Creating automations on your Mac can often take a little time and testing, but you gain that and lots more time back the more you use the automations you create.
If you’re new to Mac automations, consider taking the time to create a few automation setups described below when don’t have a deadline to meet, or when simply want to reduce the number of times you manually perform a particular task.
The following list of suggestions don’t include how-to instructions, but they hopefully will provide you ideas for workflows and actions in applications you already use or would like to learn how to use.
Suggested TextExpander Snippets
In the latest version of TextExpander, you can review a folder of suggested words and phrases that TextExpander noticed you have typed several times. The suggestion folder is found at the bottom of the TextExpander editor. I first drop the suggestions the I don’t want use, and then I create new abbreviations and snippets that might save me some typing time.
Set Time Triggers
Use Keyboard Maestro to set timed triggers for opening your most used webpages and applications at specified times during the week. For example, I have KM macro that opens the Mint application every Monday and Thursday so can I check my personal finances.
Create BetterTouchTool finger gesture to control iTunes in the background. For example, I can pause and play iTunes in the background with a double tap at the top of my trackpad.
Create a Keyboard Maestro application macro to open a related folder when a specified application is launched. For example, when ScreenFlow launches, KM opens my folder of media assets, because I typically access it when producing videos.
Create a Smart Mailboxes
Create a few smart mailboxes to filter your mail. For example, I have one smart folder that filters all my un-deleted emails from last year.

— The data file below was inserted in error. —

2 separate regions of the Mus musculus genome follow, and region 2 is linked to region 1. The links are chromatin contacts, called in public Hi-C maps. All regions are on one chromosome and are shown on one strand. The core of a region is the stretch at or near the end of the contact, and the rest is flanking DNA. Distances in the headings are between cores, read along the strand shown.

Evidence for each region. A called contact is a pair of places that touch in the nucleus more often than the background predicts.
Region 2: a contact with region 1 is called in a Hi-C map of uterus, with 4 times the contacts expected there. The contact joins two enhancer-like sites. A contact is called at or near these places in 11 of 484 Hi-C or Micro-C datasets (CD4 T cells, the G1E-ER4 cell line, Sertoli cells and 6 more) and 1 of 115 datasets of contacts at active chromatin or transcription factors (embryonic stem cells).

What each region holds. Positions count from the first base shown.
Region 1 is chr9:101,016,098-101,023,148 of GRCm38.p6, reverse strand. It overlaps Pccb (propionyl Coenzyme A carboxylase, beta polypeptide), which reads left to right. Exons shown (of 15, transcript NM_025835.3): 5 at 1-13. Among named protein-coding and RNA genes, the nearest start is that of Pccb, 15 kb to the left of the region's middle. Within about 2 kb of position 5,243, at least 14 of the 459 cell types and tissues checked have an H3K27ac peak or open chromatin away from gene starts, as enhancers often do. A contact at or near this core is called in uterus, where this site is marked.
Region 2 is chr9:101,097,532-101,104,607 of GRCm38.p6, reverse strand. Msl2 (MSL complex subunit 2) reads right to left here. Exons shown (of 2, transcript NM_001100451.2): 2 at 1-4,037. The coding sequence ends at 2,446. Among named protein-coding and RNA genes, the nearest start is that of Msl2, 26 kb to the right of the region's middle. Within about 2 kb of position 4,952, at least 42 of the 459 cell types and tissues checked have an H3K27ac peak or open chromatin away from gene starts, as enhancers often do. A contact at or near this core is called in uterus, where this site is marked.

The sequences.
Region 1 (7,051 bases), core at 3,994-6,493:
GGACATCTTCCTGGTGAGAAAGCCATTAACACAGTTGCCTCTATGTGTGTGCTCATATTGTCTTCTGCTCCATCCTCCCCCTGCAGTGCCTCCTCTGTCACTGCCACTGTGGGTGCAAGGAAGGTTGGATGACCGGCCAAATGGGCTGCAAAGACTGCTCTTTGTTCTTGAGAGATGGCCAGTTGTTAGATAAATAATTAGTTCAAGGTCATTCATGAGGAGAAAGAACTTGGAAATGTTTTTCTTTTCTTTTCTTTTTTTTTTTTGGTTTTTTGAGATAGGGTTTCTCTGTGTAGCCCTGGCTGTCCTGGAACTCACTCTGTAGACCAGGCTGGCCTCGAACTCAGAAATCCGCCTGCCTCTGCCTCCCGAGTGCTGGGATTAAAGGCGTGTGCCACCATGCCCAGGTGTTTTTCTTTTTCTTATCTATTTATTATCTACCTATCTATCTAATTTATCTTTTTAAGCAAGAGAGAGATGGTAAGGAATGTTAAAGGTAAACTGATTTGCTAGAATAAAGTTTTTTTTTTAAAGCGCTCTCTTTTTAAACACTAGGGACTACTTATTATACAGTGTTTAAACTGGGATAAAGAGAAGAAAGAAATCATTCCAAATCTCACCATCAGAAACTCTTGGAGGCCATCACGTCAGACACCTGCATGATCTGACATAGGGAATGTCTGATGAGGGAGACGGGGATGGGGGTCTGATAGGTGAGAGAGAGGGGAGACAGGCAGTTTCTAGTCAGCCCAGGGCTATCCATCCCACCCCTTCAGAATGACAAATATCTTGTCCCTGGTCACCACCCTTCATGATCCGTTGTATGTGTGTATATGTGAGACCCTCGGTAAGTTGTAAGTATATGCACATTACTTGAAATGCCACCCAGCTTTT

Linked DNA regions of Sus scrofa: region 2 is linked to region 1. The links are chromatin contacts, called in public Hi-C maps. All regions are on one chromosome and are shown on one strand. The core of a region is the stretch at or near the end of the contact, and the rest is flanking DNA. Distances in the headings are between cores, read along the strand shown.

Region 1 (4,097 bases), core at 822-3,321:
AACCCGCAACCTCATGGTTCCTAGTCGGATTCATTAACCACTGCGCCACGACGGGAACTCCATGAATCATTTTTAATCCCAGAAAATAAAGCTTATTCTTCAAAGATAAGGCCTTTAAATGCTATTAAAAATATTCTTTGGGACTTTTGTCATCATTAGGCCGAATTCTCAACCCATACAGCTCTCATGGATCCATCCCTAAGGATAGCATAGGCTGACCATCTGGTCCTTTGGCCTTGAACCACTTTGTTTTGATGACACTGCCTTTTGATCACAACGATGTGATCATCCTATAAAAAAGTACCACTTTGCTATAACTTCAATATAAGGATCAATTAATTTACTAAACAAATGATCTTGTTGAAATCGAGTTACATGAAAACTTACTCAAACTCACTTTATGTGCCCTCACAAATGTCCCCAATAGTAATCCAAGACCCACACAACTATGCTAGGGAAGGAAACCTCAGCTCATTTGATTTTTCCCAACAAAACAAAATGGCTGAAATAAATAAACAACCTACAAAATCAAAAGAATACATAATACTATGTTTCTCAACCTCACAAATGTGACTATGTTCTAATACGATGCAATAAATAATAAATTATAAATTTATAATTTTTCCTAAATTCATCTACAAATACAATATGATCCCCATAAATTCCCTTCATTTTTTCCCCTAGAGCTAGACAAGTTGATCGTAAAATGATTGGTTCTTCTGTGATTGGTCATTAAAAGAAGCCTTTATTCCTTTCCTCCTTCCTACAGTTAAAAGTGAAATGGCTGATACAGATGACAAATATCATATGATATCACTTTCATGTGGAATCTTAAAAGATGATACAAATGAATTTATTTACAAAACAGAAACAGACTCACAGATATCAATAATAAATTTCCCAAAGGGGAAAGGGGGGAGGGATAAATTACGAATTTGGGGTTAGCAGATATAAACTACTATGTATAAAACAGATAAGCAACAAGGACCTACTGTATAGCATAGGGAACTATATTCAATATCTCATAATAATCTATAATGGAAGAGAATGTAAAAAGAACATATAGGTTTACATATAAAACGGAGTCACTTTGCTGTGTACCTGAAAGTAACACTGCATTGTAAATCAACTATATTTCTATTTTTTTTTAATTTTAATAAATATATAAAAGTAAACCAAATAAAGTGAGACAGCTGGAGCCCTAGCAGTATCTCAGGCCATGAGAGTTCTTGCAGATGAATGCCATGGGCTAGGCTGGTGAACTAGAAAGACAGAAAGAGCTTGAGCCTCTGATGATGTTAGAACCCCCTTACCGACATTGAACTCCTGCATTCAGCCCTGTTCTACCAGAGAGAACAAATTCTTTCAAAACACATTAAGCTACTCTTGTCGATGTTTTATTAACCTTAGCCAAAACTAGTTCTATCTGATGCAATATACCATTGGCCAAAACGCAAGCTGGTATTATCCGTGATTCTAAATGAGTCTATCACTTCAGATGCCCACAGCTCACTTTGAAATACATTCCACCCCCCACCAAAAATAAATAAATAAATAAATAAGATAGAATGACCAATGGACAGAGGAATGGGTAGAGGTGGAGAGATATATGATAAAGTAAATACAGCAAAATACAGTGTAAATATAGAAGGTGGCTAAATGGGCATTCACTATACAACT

Clean Up Desktop
Create a Hazel automation that clears your desktop of files that have been on there for a specified amount of time.
Create a BetterTouchTool finger gesture to trigger the hotkey for taking screenshots.
Install SharpShooter so you can preview and rename screenshots immediately after they are taken.
Create custom Dragon Dictate commands to download your most viewed websites. I can actually open websites without touching my keyboard.
Automatically Hide Applications
Download and install SuperTab and use its hide and quit applications features. You can set times periods to have SuperTab quick and/or hide an application after a specified period of time. This is a great way to keep your desktop uncluttered. (Note: there are a few other menu bar applications that can automatically hide applications, but I find SuperTab be the best one.)
Custom Alfred Search
Create a custom URL search in Alfred preferences for directly performing research on a designated website. For example, with this workflow I can perform a keyword search directly in MakeUseOf.com, which saves me the trouble of downloading the page and then typing in a keyword in the site’s search box.
Lots More Automations
There are lots of more automations that you can create using the applications listed above. I hope you find at least one or two of above hacks useful to your Mac workflow.
I would appreciate your feedback on the types of automations you use on your Mac, and what type of automations you would be interested in learning about.
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